Ann Arbor City Council

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Zoning laws.

Those two words alone might not grab your interest.

But watch residents pour into city commission and council chambers when there is some proposed change to the zoning laws in their neighborhood.

Maybe it's deciding whether to allow big-footprint houses and extra-large garages. Maybe it's deciding whether to permit residential and commercial buildings to coexist or how many stories a building may be.

But what one person thinks is a great idea, such as allowing more shops or restaurants into an area, might be a horrible idea to that homeowner who wants to come home to a peaceful street.

Grand Rapids recently implemented a new zoning policy that allows more mixed uses. Director of the Grand Rapids Planning Department, Suzanne Schultz, and University of Michigan Urban Planning Professor Dr. Jonathan Levine joined us today.

Listen to the full interview above.

Just what do you want your city, your community, to look like? Crowded bustling streets? Quiet, residential homes only? Zoning laws determine these things, and although those two words don't sound altogether exciting, zoning laws are creating debate all over the state. We found out more on today's show.

Then, what was that noise outside today? Did you hear it? Sounded like thunder? Well, in this crazy Michigan weather, we're getting thundersnow. We found out about this winter novelty.

And, we spoke with the man who designed and painted the masks on the U.S. Olympic hockey teams. 

Also, we checked in with Daniel Howes on the UAW bid to unionize workers at the Volkswagen plant in Chattanooga, Tenn.

And, head to Ford Field on Saturday if you want to be part of a world record. ComePlayDetroit is organizing the world's largest indoor yoga session at the home of the Detroit Lions.

First on the show, the state of Michigan is ending its exclusive contract with the Education Achievement Authority to oversee the worst-performing schools in the state.

Michigan School Superintendent Mike Flangan sent a letter to the EAA saying the state will pull out of its exclusivity agreement with the Authority one year from now.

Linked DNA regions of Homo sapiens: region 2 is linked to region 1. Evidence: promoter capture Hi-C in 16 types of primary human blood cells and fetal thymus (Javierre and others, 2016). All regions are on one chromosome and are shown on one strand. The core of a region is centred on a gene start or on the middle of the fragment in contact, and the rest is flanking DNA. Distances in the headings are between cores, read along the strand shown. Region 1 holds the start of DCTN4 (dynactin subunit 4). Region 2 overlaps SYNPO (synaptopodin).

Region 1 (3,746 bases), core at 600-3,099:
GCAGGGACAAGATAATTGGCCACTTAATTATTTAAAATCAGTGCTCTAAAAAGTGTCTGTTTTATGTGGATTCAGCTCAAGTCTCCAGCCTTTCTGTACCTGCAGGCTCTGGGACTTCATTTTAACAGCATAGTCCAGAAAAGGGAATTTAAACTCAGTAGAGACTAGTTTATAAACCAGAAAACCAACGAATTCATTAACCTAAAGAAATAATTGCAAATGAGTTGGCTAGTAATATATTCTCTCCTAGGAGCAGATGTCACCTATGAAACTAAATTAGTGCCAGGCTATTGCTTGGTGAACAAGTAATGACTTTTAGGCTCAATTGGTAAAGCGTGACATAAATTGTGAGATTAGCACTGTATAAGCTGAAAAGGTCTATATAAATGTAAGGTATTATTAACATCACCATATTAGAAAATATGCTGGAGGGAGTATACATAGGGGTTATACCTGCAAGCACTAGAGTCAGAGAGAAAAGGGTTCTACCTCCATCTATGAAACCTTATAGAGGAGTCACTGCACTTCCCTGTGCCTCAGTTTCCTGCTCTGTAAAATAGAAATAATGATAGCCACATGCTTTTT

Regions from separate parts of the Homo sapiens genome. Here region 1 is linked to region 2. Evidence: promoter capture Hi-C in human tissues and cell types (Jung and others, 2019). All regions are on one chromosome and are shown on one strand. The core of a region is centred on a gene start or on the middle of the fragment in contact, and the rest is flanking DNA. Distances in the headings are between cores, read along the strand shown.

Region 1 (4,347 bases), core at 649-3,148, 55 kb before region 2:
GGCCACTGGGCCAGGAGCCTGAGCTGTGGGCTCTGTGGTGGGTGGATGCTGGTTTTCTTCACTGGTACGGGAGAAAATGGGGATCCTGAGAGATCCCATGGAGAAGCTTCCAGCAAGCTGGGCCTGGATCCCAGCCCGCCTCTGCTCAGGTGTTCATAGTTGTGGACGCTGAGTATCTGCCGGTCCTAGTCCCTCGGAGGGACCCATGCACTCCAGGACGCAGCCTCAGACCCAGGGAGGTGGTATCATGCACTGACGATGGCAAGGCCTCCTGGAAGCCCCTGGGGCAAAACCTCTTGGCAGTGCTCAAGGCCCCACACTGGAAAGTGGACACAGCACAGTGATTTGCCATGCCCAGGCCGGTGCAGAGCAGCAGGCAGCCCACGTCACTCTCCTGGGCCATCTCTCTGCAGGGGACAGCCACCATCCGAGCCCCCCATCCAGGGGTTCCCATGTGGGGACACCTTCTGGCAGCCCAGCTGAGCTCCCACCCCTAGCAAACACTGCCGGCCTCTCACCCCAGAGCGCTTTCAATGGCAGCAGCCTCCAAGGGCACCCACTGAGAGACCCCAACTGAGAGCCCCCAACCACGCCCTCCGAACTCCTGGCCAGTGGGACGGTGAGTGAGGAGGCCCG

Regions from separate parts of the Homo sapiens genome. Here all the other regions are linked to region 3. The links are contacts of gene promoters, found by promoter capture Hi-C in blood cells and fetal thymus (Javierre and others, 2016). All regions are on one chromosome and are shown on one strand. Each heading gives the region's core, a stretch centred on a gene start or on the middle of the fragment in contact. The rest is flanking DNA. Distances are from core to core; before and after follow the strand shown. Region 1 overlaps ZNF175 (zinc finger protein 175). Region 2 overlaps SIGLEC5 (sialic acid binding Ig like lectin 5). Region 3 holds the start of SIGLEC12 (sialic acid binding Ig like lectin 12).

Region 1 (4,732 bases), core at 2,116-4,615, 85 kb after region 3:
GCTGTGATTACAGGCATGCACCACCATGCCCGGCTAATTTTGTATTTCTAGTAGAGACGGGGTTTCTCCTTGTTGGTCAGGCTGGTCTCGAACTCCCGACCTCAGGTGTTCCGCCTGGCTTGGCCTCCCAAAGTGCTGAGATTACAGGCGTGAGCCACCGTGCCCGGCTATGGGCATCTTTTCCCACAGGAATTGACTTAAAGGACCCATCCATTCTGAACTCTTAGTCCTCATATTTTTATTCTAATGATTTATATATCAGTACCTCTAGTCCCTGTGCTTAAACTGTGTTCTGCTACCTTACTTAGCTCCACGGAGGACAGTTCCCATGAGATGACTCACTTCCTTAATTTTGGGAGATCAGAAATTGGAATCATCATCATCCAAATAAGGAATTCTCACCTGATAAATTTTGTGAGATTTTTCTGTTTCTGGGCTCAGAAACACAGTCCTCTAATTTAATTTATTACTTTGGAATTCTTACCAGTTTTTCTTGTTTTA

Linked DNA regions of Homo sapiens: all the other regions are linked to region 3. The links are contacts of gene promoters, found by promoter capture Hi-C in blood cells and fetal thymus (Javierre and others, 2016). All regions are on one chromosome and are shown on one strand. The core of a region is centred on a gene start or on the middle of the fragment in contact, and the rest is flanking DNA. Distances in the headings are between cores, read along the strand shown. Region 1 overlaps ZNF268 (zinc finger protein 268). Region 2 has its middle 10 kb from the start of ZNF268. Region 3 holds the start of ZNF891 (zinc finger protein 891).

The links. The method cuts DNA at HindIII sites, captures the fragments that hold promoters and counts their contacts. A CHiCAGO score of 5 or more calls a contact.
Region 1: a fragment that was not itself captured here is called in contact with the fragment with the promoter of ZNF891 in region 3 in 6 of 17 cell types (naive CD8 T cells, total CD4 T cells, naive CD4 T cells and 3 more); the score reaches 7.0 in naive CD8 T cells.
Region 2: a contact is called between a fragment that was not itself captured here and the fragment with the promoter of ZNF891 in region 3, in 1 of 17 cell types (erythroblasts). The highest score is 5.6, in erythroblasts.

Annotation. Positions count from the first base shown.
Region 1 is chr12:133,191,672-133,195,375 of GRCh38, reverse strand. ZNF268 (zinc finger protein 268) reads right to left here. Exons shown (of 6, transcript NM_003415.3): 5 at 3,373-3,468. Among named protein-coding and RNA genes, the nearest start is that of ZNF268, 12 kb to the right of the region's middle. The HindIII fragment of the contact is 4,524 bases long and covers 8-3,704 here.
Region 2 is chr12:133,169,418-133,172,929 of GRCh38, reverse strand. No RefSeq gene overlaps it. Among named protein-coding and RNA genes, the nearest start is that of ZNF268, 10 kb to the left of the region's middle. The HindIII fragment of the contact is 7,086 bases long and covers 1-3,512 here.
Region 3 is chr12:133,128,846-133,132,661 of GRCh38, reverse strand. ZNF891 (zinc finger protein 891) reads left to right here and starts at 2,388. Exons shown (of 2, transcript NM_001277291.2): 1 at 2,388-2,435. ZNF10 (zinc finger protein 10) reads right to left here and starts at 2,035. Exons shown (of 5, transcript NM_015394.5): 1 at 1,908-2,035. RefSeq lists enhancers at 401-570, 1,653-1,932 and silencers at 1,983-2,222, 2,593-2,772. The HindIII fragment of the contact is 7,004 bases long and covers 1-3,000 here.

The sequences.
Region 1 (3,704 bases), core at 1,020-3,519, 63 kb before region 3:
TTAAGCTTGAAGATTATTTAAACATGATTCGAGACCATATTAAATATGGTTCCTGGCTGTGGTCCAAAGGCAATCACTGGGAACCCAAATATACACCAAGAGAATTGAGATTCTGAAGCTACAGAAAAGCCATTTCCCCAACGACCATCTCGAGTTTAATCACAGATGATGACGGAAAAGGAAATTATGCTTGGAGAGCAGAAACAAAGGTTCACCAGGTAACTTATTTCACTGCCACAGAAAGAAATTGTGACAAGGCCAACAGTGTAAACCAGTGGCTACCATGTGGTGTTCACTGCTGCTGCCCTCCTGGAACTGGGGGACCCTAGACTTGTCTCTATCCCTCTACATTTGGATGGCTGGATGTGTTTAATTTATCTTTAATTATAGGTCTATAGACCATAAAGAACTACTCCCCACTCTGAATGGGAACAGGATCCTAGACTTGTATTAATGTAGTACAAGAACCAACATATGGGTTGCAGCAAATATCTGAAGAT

Martin Ackley is with the Michigan Department of Education. He says the state still intends to use the EAA to help turn around struggling schools.

“Now, this is in no way a statement or an indication of a lack of confidence in the EAA or its academic strategies. This is just an action that needed to be taken in order to provide flexibility and to provide options other than the EAA in which to place these most-struggling schools.”

So, what are the other options the state might use to help failing schools? And what's ahead for the controversial EAA?

Jake Neher, who covers Lansing for the Michigan Public Radio Network, joined us today.

nick see / flickr

It may soon become more difficult to smoke outdoors in Ann Arbor.

A proposed city ordinance would prohibit smoking at bus stops and parks designated by the city administrator.

It would also prohibit smoking near the entrances, windows and ventilation systems of city-owned buildings, which is already banned by a Washtenaw County ordinance.

The ordinance, introduced by council member Chuck Warpehoski, D-5th Ward, is on the agenda for Monday night's city council meeting.

Natural Area Preservation staff

You read that right.

A twenty pound carp that was pulled out of a pond in Ann Arbor's West park last November is making a run for city council.

The carp was initially removed from the pond because it was destroying the ecosystem.

Ann Arbor Natural Area Preservation workers relocated it to the Huron River, where it is now running a write-in campaign for Ann Arbor City Council.

The carp has not yet responded to our interview requests, but it has engaged with other media outlets and even some current Ann Arbor City Council members on Twitter. (I suspect the carp has hired a social media director -- tweeting with fins seems difficult.)

The carp says the campaign is going well, and even has yard signs posted around town.

Adam Fagen / Flickr

The Ann Arbor City Council Thursday night approved a plan for a bike share program. It's a collaboration with the University of Michigan, the Ann Arbor Transportation Authority and the Clean Energy Coalition.